L.L. Diamond

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I was playing around, looking for a book to allude to while writing a scene, when I came upon this one. At times, I see something and think, “That would be fun!” and this was one of those times. I do not mention it specifically by name…at least yet, but I couldn’t resist using it.

I knew the name Lady Caroline Lamb. Many who have a fascination with Regency England and literature do, but I knew of her more as the lover of Lord Byron rather than a writer in her own right. Lady Caroline was indeed a writer, though probably considered as scandalous as Byron, she likely also sold as many books as he did.

Glenarvon, the book Georgiana peruses in the story, was first published anonymously in 1816. Now, I say anonymously, but everyone in society knew Lady Lamb was the author. Even Lord Byron commented, “I read Glenarvon too by Caro Lamb….God damn!” Society at the time was well aware of her identity, though it did her no favours.

While Glenarvon is a Gothic tale, the story was actually that of her own affair with Lord Byron in which she included other prominent members of the Ton, under different names of course, and satirised them in the most unflattering terms.

The book was an undisputed success. The entire first run sold out, and further editions were printed, so one cannot say her efforts were for nothing; however, her already poor reputation was ruined and she became ostracised from the Ton.

The strange part is that Lady Caroline did not become a pariah on account of making her love affair public. The fact that she and Byron were lovers was far from a secret. It was in fact quite well-publicised. Rather, it was her unflattering satirisation of several high-ranking members of the Ton–including Lady Jersey, who led to her downfall (In retribution, Lady Jersey cancelled Lady Caroline’s Almack’s vouchers. By the efforts of family members, she did have her vouchers reinstated in 1819, but it did not do much to repair the damage.)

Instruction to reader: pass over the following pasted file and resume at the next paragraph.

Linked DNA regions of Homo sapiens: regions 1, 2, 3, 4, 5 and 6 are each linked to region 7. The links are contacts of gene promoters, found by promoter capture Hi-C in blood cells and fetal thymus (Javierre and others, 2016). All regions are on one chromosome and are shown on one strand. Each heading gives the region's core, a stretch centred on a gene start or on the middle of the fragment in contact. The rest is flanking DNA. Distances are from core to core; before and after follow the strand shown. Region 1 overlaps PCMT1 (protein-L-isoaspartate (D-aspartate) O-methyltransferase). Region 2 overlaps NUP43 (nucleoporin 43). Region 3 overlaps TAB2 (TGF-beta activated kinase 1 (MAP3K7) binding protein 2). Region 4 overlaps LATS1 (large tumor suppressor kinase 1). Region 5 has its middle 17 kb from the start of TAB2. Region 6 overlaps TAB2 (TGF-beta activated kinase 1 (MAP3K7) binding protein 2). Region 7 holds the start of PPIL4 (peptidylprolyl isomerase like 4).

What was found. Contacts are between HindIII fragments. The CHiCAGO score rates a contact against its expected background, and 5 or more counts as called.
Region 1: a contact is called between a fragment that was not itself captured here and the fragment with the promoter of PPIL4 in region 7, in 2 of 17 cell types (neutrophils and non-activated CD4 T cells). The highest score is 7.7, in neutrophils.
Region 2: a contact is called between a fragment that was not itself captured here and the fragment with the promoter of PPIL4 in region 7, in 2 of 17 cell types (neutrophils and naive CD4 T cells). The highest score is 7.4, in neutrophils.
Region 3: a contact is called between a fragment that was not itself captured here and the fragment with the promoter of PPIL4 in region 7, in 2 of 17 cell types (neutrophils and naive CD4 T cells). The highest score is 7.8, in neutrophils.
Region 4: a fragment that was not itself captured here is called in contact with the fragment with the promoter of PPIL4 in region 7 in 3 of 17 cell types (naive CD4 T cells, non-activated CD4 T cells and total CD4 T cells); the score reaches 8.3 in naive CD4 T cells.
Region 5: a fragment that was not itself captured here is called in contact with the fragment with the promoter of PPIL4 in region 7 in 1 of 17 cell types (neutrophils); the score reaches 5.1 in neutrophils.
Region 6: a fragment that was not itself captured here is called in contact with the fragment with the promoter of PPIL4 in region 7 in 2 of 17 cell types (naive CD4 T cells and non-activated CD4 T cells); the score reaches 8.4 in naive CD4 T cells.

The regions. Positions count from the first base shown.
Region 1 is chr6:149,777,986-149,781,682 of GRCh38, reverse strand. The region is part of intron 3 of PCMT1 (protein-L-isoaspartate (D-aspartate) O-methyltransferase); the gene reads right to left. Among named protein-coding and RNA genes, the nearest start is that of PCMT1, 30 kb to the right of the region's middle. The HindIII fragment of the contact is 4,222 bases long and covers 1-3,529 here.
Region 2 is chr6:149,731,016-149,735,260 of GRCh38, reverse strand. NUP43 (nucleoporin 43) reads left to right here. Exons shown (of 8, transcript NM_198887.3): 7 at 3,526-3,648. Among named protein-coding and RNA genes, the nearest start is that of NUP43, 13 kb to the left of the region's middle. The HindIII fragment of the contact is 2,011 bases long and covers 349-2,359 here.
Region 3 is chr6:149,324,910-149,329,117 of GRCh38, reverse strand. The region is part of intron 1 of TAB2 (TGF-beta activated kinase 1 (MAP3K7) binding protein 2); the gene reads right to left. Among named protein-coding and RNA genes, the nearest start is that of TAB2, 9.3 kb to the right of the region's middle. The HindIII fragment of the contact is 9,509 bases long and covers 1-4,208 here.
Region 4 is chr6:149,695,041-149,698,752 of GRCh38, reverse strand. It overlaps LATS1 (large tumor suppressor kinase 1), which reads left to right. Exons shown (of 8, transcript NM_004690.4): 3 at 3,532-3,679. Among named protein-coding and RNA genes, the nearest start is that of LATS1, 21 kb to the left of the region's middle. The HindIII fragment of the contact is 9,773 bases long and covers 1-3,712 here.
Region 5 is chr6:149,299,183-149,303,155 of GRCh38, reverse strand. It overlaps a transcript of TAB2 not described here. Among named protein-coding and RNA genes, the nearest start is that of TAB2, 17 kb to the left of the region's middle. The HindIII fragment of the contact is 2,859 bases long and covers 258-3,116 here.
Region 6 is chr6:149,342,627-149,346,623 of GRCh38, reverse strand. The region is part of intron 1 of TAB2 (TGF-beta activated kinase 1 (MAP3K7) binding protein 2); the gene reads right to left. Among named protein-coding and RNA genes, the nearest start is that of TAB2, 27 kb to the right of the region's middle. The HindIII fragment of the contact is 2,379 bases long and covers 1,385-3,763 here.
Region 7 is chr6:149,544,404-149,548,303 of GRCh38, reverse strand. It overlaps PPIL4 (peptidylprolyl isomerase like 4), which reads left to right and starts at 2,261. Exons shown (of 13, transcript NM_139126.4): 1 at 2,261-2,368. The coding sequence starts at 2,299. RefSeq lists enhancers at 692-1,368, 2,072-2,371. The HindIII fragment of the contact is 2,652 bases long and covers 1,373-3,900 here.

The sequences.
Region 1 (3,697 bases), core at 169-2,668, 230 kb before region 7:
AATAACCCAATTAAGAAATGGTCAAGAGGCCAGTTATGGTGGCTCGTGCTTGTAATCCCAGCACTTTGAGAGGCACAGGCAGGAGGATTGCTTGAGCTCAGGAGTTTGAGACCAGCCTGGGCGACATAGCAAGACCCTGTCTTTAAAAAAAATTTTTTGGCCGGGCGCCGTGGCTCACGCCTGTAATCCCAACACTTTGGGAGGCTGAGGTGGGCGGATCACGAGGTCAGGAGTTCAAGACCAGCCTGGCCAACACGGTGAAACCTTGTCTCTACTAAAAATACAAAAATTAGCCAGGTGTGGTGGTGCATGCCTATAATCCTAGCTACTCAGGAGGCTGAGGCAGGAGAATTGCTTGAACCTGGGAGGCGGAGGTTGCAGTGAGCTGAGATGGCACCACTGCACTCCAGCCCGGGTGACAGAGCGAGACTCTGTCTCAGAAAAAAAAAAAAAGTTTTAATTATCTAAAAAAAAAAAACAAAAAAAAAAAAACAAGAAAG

Glenarvon has been in and out of print since the 19th century. It’s last printing was in 1995, and has since been called an early work of feminism, though some consider it “hysterical” and incoherent. As Lady Caroline was known to abuse alcohol and laudanum and have mental instability, incoherent is a distinct possibility.

Lady Caroline Lamb published three other works in her lifetime: Graham Hamilton (1822), Ada Reis (1823), and Penruddock (1823).


8 thoughts on “Glenarvon

  1. Cass says:

    Wow! Fascinating! I hope Georgiana enjoyed the read! lol

    Liked by 1 person

    1. Well, she was browsing in a booksellers. We’ll see if she bought it or not 😉 Thanks, roomie!


  2. Carole in Canada says:

    Hmm…did Darcy know she was reading it? I was aware of her affair with Lord Byron but had no clue she wrote books!

    Liked by 1 person

    1. Good question about Darcy! I suppose we’ll find out when I finally get it finished. Thanks, Carole!


  3. Glynis says:

    I have read about Lady Caroline in at least one of Georgette Heyer’s books I think. Probably not a good role model for an easily led 15 year old!! Looking forward to your book coming out Leslie 😊

    Liked by 1 person

    1. This is a sequel to Particular Intentions, so Georgiana is a bit older and wiser. We’ll have to see! Thanks, Glynis!


  4. JanisB says:

    Having just finished reading Particular Intentions, this clarified this point for me. Lady Caroline was a fascinating character, and agreed she was probably not the best role model for a genteel 15-year old. Perhaps more Lydia’s style? 😉

    Liked by 1 person

    1. Lydia is a hot mess, but we’ll have to see what happens with her! I do have the sequel set about four years after Particular Intentions, so Georgiana’s a bit more mature than she was in Particular Intentions. The question is really whether Georgiana bought the book 😉 Thanks, Janis!


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